The Division of Forensic Services (DFS) strives to improve the
effectiveness of the criminal justice community and enhance public safety by
delivering accurate, complete, and timely crime scene evidence collection and forensic
laboratory analysis. These services are provided at no cost to state, county, and
municipal law enforcement agencies throughout Illinois.
The DFS is comprised of two separate commands, the Forensic Sciences Command and
Crime Scene Services Command. The DFS enforces strict quality assurance measures
across both commands to ensure accurate forensic services are delivered. The Forensic Sciences Command laboratories have been accredited to conduct forensic testing by adhering to the ISO/IEC 17025 general requirements for competence of testing laboratories (including additional forensic requirements) and the FBI Quality Assurance Standards (for both DNA Testing and Databasing Laboratories). To maintain accreditation, the forensic science laboratories must adhere to stringent standards of quality and sound scientific practice.
The Forensic Sciences Command (FSC) administers six operational
laboratories across the state providing evidence testing in the areas of forensic
biology/DNA, firearms/toolmarks, latent fingerprints, drug chemistry, trace chemistry,
toxicology, and microscopy. In addition, a DNA Indexing
laboratory processes DNA profiles mandated by law to be entered into the state-level
database. The FSC also operates a Research and Development laboratory where new
technologies are evaluated and validated before being implemented in the laboratories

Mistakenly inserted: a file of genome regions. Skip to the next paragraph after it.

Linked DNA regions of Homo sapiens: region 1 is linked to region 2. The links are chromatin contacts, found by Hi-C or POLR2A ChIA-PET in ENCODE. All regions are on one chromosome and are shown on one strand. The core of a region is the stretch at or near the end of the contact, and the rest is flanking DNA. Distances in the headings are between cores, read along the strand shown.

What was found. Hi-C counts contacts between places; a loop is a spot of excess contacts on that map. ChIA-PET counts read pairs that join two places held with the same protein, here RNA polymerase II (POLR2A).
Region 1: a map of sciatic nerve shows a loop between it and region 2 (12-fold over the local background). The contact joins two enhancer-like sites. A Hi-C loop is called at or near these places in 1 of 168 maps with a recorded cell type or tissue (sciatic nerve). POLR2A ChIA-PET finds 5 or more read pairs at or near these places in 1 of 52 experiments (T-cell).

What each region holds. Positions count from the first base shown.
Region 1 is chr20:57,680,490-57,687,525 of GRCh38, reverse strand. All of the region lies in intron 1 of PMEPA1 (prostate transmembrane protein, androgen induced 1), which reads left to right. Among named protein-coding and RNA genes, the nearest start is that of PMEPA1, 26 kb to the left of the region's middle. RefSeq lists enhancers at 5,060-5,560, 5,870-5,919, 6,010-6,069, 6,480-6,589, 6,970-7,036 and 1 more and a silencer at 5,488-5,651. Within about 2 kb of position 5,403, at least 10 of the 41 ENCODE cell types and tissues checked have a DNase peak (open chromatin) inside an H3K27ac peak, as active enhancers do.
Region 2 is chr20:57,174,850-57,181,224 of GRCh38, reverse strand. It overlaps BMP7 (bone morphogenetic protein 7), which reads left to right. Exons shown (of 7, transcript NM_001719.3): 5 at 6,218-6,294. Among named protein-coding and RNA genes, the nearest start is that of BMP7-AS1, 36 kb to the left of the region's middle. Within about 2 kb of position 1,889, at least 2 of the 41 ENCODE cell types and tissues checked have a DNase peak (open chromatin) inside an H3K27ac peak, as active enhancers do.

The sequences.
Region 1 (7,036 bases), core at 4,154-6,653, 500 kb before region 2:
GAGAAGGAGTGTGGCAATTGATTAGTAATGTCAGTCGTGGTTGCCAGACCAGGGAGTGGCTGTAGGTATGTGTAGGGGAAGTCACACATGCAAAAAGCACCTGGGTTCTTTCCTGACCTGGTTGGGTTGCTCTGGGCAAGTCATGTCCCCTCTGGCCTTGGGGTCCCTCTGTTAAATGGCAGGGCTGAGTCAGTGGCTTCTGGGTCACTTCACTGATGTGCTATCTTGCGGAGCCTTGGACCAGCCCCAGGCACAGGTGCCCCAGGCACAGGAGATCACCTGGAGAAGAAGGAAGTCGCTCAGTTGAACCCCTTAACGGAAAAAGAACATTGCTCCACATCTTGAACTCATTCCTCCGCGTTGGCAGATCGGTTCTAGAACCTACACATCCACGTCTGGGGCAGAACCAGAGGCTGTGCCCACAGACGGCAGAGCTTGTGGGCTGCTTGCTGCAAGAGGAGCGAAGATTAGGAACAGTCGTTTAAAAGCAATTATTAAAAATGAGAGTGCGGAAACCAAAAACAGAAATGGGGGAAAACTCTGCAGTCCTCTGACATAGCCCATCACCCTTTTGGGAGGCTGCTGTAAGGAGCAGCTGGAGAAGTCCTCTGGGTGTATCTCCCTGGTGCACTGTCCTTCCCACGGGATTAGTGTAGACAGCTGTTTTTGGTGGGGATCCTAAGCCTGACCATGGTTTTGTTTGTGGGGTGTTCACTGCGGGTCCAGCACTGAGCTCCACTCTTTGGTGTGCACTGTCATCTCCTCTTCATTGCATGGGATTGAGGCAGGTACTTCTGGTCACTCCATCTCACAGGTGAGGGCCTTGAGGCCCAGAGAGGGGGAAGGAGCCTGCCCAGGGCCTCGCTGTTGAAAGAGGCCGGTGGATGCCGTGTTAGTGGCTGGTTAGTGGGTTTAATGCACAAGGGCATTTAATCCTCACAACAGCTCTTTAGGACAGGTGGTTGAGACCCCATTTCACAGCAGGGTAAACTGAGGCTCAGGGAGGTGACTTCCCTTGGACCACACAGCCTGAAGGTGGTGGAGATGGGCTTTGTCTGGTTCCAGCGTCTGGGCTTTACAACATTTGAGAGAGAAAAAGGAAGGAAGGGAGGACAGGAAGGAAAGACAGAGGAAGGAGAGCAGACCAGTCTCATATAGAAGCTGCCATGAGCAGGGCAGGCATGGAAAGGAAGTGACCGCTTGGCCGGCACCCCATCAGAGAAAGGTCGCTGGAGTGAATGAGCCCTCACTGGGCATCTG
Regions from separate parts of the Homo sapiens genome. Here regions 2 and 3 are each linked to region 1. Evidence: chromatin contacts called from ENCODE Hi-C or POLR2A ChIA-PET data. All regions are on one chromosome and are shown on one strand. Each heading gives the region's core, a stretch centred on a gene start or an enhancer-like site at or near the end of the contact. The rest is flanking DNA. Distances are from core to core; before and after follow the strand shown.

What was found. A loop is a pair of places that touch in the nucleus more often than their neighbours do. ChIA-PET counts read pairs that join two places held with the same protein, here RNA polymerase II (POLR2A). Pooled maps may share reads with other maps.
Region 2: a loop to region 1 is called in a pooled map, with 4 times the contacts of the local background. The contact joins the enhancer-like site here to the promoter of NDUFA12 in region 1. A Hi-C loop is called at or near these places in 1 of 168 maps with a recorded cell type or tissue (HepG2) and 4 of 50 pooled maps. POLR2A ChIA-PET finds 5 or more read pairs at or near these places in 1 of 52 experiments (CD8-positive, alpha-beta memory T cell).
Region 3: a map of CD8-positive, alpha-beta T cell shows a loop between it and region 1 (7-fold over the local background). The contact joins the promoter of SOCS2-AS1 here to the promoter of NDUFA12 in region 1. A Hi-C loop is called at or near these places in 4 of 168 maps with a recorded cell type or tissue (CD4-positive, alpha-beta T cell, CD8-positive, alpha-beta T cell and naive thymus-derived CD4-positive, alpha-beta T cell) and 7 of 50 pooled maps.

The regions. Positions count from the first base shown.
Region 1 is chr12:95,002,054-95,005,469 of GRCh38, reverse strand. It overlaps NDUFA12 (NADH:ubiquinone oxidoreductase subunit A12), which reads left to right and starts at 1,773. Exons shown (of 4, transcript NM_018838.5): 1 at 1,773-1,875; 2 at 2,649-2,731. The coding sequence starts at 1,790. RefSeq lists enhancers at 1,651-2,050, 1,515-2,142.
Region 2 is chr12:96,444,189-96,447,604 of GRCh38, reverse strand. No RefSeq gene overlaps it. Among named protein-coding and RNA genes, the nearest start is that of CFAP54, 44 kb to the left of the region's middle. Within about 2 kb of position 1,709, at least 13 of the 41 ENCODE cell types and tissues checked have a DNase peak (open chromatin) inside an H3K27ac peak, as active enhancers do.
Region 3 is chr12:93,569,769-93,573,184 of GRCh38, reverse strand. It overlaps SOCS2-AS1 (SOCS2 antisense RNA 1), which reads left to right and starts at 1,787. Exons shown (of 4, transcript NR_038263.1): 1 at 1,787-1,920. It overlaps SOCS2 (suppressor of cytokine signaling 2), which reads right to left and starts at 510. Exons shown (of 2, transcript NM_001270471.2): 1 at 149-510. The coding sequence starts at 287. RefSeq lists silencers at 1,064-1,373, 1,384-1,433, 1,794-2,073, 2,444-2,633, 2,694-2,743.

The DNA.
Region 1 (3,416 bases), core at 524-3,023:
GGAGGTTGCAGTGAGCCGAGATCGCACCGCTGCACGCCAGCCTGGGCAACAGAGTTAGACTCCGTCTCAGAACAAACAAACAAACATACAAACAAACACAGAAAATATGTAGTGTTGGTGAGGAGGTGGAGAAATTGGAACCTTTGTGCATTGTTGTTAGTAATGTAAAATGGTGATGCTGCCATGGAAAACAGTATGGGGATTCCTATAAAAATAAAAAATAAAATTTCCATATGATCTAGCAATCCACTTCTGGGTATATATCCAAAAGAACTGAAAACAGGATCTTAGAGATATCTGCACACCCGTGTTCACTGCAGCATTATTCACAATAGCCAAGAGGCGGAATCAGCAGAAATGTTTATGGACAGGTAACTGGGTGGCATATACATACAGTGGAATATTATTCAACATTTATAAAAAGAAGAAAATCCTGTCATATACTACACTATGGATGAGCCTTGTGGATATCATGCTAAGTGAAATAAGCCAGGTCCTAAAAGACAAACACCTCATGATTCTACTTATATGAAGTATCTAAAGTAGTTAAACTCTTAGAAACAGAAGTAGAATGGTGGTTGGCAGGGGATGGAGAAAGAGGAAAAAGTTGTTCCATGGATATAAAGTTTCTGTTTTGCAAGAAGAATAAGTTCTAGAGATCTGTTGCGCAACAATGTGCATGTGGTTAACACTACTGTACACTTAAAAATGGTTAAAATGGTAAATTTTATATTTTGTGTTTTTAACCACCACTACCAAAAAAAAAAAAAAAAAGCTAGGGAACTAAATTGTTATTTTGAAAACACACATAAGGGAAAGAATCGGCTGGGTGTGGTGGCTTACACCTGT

and used on actual forensic cases.
Forensic Scientists working within the FSC regularly employ forensic databases to
help solve crimes. The Combined DNA Index System (CODIS) permits unknown DNA profiles
recovered at crime scenes to be searched against DNA profiles from known individuals
or from other unsolved cases to identify potential suspects. Similarly, unknown
fingerprints are entered into the Automated Fingerprint Identification System (AFIS)
and searched against millions of known fingerprints to identify potential perpetrators. Firearms
evidence may be entered into the National Integrated Ballistic Information Network (NIBIN)
in an attempt to link firearms used in various violent crimes.
The Crime Scene Services Command (CSSC) is broken down into five
geographic regions which cover the entire state of Illinois. Approximately 40 sworn
crime scene investigators (CSIs) are assigned to these regions with the goal of
responding to violent crime anywhere in the State within one hour. CSIs are trained in
photography, crime scene mapping, evidence processing, and evidence handling and
packing. Several CSIs receive additional training in forensic art and blood-stain
pattern analysis. These disciplines help identify suspects based on witness
descriptions and reconstruct events at crime scenes where bloodshed occurred,
respectively. On-site polygraph services are also provided by civilian examiners
working throughout Illinois.
Civilian personnel assigned to the CSSC provide services in addition to crime scene processing and evidence collection. Polygraph Examiners provide on-site polygraph services throughout Illinois. The Forensic Diagramming and Animation Section and the Imaging Section generate computerized courtroom diagrams, forensic animations, three-dimensional models, and photographic images and enhancements for use as demonstrative aids in criminal court.